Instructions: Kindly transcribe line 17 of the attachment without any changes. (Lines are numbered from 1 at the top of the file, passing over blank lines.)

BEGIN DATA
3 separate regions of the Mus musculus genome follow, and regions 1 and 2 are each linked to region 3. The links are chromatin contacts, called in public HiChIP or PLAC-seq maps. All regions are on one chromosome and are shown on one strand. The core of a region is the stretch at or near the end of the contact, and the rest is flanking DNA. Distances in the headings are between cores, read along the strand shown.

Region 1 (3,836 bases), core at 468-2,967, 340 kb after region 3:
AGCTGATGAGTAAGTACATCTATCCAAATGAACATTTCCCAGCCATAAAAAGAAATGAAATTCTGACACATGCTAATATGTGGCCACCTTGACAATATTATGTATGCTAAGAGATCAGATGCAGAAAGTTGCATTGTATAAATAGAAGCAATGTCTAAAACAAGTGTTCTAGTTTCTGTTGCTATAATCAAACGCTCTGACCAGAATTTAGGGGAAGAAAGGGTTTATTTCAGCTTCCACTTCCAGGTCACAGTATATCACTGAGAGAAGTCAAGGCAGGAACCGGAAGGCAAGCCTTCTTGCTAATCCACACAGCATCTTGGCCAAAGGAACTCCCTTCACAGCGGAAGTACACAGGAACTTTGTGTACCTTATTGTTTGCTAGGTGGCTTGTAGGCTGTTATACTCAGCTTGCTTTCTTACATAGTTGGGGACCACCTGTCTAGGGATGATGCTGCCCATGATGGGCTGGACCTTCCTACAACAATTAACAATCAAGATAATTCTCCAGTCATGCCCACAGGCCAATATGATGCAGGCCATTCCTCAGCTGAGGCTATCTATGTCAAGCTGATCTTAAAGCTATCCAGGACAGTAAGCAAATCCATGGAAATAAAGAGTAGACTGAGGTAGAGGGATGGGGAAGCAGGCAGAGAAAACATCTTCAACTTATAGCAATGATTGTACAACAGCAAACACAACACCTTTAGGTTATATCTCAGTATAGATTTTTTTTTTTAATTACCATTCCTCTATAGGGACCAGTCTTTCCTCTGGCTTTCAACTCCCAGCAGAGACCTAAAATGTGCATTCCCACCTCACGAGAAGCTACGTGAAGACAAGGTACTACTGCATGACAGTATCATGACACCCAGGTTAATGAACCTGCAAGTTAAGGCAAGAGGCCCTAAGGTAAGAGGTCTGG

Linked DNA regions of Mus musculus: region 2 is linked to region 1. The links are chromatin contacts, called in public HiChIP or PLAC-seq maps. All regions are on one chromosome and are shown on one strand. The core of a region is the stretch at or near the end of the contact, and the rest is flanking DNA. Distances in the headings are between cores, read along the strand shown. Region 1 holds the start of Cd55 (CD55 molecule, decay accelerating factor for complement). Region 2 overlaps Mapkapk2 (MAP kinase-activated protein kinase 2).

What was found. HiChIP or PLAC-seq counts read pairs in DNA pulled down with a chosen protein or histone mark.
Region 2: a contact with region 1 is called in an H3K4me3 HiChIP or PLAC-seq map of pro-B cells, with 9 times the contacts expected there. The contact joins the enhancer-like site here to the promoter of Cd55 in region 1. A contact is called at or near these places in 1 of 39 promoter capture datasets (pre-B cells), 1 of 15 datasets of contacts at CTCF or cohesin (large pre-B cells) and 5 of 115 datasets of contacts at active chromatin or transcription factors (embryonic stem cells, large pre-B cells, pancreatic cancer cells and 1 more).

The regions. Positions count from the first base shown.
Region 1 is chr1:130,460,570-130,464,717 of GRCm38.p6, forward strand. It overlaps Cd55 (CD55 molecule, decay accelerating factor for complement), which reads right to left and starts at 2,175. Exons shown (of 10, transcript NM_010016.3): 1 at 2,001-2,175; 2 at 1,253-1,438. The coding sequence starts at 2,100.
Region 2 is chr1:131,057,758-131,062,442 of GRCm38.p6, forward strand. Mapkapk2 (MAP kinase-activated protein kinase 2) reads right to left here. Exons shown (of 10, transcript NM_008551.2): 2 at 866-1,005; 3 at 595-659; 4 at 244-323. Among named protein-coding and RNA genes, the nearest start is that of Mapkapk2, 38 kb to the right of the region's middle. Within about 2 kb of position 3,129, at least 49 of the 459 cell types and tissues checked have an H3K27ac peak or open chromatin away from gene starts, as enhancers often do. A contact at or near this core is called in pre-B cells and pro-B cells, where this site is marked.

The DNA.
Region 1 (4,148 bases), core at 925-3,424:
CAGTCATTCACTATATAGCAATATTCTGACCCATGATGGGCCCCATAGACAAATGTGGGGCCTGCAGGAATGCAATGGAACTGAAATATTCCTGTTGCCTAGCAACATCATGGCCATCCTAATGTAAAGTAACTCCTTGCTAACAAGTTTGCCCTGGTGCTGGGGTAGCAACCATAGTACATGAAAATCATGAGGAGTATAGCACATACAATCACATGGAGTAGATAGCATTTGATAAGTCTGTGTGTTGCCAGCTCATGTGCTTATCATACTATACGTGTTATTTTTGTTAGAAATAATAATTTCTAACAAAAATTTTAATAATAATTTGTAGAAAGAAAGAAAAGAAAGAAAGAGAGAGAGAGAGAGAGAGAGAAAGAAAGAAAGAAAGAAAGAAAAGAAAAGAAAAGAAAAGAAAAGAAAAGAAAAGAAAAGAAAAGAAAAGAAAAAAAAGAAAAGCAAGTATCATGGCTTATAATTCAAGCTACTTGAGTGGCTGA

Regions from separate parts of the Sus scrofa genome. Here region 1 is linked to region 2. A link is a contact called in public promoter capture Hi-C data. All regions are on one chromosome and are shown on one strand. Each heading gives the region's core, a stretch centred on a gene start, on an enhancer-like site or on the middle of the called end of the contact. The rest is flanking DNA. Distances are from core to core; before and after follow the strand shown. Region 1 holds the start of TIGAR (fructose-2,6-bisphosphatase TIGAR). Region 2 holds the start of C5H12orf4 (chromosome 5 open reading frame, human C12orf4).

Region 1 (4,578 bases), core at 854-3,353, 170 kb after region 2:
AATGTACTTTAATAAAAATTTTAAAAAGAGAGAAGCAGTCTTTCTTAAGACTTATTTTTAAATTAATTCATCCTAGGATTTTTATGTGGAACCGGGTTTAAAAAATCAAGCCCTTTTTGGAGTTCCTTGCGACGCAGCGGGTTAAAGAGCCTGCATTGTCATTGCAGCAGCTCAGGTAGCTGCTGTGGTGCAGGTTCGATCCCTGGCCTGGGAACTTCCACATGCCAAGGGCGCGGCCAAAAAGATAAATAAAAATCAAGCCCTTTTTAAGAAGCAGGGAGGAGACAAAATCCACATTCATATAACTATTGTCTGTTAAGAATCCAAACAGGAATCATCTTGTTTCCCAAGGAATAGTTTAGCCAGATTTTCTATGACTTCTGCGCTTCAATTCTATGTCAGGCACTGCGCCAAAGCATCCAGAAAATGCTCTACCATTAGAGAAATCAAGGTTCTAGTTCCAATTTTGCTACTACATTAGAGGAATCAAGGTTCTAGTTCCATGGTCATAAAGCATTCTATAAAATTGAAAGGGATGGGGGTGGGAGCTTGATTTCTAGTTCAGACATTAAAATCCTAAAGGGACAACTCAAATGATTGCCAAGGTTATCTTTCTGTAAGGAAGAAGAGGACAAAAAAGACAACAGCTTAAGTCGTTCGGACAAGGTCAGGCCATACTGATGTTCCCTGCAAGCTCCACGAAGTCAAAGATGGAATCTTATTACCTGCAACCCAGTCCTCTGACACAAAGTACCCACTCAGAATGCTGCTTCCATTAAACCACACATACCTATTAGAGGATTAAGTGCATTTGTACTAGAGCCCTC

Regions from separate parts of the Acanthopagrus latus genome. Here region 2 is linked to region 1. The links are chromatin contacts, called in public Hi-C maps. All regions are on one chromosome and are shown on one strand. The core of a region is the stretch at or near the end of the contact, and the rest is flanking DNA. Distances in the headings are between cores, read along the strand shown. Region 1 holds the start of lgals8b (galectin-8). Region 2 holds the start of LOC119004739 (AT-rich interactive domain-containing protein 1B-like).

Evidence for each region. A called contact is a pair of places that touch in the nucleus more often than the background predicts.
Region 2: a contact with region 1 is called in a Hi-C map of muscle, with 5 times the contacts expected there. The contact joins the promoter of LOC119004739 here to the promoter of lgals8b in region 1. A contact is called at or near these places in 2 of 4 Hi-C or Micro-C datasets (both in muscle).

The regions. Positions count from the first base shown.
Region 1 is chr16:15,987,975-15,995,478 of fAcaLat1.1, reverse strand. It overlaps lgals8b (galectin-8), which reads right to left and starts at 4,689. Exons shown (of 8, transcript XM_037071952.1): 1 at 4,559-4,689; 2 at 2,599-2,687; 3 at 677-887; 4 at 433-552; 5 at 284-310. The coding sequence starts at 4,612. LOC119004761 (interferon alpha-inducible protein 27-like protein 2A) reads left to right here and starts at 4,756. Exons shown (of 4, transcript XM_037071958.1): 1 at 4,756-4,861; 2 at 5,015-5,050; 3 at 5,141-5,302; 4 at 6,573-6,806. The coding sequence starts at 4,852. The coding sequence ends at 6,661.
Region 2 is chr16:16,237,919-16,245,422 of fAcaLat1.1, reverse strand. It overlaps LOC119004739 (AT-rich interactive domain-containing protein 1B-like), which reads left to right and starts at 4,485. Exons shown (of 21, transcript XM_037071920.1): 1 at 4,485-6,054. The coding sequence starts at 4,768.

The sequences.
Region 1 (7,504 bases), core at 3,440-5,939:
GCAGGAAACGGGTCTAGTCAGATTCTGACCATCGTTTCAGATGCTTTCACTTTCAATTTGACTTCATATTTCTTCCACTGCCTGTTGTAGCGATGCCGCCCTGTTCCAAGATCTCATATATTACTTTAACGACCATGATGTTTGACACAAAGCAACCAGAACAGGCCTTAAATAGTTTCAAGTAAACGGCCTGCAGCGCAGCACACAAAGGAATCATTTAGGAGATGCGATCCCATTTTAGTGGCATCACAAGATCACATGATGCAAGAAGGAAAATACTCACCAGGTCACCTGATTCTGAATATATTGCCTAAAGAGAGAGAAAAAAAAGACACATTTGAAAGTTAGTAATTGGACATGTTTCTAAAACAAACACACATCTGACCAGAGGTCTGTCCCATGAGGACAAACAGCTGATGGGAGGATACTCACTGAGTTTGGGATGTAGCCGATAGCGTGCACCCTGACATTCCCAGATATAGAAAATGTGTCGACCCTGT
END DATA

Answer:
Evidence for each region. A called contact is a pair of places that touch in the nucleus more often than the background predicts.